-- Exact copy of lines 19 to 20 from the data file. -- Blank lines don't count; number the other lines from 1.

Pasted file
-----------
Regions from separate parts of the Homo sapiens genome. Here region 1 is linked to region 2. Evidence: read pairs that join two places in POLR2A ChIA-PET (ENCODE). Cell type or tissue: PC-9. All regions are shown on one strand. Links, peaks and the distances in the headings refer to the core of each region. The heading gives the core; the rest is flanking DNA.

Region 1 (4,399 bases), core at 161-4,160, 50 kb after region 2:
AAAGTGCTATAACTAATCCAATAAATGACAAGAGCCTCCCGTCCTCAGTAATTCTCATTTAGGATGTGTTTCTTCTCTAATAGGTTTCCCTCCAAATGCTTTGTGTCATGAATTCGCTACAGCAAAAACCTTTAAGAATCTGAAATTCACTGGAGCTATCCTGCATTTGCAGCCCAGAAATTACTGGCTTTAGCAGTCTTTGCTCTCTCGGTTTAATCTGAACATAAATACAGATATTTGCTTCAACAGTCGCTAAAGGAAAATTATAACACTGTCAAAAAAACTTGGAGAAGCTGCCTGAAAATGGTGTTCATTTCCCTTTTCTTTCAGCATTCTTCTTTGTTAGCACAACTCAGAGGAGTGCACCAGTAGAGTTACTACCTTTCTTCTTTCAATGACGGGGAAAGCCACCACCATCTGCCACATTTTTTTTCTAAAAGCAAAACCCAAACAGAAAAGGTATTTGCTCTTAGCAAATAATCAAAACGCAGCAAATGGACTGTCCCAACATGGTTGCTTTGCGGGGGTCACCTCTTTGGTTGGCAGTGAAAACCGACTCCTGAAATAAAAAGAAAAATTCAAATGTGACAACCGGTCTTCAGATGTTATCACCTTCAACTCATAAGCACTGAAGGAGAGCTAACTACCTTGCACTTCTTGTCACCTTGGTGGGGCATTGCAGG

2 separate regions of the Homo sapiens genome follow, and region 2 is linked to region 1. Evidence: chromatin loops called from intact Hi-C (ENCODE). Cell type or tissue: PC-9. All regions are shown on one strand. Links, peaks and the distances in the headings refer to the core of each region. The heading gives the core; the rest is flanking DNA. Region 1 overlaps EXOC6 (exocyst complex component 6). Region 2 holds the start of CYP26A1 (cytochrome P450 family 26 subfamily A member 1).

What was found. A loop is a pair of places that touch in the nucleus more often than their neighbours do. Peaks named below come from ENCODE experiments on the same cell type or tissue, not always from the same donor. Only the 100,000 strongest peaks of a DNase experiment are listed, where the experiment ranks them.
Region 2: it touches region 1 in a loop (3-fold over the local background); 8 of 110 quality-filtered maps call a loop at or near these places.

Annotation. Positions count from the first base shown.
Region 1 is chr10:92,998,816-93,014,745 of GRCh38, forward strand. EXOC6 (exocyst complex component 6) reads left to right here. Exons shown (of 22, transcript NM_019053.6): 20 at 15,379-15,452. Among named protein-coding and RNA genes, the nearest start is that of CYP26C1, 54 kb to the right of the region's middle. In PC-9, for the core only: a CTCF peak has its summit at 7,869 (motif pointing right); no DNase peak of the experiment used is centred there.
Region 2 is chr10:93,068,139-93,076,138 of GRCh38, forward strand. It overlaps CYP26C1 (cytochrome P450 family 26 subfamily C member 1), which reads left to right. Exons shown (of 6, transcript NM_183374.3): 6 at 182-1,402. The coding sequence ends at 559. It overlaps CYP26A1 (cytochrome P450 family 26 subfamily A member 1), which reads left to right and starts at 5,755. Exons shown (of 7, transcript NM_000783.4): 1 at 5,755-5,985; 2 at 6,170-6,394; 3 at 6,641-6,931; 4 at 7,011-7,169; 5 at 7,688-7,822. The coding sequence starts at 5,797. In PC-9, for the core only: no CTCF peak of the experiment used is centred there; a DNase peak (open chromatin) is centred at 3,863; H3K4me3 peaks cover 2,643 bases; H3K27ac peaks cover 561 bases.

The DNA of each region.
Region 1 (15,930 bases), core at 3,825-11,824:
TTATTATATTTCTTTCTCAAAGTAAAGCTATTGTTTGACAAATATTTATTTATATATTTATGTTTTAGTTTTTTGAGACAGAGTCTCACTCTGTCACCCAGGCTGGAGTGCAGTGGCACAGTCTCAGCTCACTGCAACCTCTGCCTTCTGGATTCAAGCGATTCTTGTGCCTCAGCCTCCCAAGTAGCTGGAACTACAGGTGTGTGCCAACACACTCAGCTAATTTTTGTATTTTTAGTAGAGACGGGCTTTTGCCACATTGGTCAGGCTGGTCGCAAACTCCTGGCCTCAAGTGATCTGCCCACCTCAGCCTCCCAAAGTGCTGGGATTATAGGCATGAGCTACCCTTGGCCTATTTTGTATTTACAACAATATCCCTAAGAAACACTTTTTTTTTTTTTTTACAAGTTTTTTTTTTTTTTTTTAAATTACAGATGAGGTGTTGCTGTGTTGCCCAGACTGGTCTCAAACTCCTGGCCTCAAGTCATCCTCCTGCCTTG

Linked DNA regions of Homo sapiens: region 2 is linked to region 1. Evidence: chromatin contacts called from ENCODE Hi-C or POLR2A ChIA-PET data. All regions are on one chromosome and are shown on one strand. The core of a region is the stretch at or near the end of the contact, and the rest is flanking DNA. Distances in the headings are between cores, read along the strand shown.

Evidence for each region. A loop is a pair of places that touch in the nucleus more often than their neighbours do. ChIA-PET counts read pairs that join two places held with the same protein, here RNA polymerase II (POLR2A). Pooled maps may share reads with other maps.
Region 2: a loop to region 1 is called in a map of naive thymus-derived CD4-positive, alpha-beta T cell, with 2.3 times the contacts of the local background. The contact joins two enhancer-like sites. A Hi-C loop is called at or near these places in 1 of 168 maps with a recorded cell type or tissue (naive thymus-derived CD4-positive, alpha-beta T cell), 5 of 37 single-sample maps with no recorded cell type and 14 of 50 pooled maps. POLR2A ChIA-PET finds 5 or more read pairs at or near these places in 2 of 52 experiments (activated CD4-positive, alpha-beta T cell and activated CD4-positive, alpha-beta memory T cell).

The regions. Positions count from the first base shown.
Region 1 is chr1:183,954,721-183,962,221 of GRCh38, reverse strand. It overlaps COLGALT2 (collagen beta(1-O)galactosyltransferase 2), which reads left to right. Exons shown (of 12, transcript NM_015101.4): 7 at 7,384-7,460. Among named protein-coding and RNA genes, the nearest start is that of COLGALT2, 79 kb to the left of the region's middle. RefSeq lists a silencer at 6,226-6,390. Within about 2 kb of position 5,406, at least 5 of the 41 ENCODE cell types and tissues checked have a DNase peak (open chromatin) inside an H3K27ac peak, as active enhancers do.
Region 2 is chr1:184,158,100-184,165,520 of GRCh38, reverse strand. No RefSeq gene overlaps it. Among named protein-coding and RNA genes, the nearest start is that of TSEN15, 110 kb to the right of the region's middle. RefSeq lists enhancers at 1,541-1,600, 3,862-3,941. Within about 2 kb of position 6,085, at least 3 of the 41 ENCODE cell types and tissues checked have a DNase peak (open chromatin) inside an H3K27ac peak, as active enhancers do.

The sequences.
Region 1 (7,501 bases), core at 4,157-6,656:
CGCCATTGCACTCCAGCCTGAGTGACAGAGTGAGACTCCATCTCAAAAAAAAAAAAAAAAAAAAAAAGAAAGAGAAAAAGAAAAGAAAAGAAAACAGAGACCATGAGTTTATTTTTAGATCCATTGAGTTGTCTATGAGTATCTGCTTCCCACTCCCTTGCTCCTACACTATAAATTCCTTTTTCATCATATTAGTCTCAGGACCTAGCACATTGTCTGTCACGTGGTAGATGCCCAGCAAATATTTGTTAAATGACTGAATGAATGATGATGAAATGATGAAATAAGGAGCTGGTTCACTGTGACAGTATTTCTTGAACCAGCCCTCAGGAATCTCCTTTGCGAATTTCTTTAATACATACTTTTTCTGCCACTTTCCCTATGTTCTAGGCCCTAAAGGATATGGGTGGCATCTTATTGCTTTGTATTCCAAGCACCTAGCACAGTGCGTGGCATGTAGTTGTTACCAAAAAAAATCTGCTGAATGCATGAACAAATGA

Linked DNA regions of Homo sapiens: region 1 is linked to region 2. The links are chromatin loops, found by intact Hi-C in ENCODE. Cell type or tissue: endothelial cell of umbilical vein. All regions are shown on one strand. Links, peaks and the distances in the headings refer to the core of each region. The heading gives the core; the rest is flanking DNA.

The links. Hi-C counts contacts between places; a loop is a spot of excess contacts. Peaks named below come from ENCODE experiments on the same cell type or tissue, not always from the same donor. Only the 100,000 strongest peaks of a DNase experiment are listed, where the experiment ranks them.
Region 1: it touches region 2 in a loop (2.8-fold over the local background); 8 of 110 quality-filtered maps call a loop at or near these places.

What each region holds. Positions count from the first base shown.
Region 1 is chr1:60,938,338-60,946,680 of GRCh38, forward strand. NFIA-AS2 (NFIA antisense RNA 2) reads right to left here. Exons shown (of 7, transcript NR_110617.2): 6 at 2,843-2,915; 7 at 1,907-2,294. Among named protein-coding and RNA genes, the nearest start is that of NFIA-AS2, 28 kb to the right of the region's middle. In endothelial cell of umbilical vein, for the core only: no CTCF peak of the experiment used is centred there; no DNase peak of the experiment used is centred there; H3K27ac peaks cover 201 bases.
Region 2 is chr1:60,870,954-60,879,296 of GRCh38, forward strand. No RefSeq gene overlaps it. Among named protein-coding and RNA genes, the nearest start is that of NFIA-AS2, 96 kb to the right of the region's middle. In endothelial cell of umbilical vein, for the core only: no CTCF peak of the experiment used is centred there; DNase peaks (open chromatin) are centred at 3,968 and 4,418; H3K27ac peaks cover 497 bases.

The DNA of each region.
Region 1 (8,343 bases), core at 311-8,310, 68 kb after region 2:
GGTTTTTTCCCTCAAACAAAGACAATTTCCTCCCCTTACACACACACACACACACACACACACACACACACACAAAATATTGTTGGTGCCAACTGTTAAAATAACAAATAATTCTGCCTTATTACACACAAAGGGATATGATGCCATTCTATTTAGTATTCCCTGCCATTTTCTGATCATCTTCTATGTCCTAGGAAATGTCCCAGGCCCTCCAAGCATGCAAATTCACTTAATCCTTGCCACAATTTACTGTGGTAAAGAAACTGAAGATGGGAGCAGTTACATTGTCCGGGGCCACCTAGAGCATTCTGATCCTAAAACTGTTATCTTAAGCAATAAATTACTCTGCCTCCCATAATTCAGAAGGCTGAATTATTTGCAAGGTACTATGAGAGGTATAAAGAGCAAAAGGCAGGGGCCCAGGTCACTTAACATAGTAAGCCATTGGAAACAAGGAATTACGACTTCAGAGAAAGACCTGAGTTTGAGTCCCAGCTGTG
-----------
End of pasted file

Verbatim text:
The sequences.
Region 1 (7,501 bases), core at 4,157-6,656: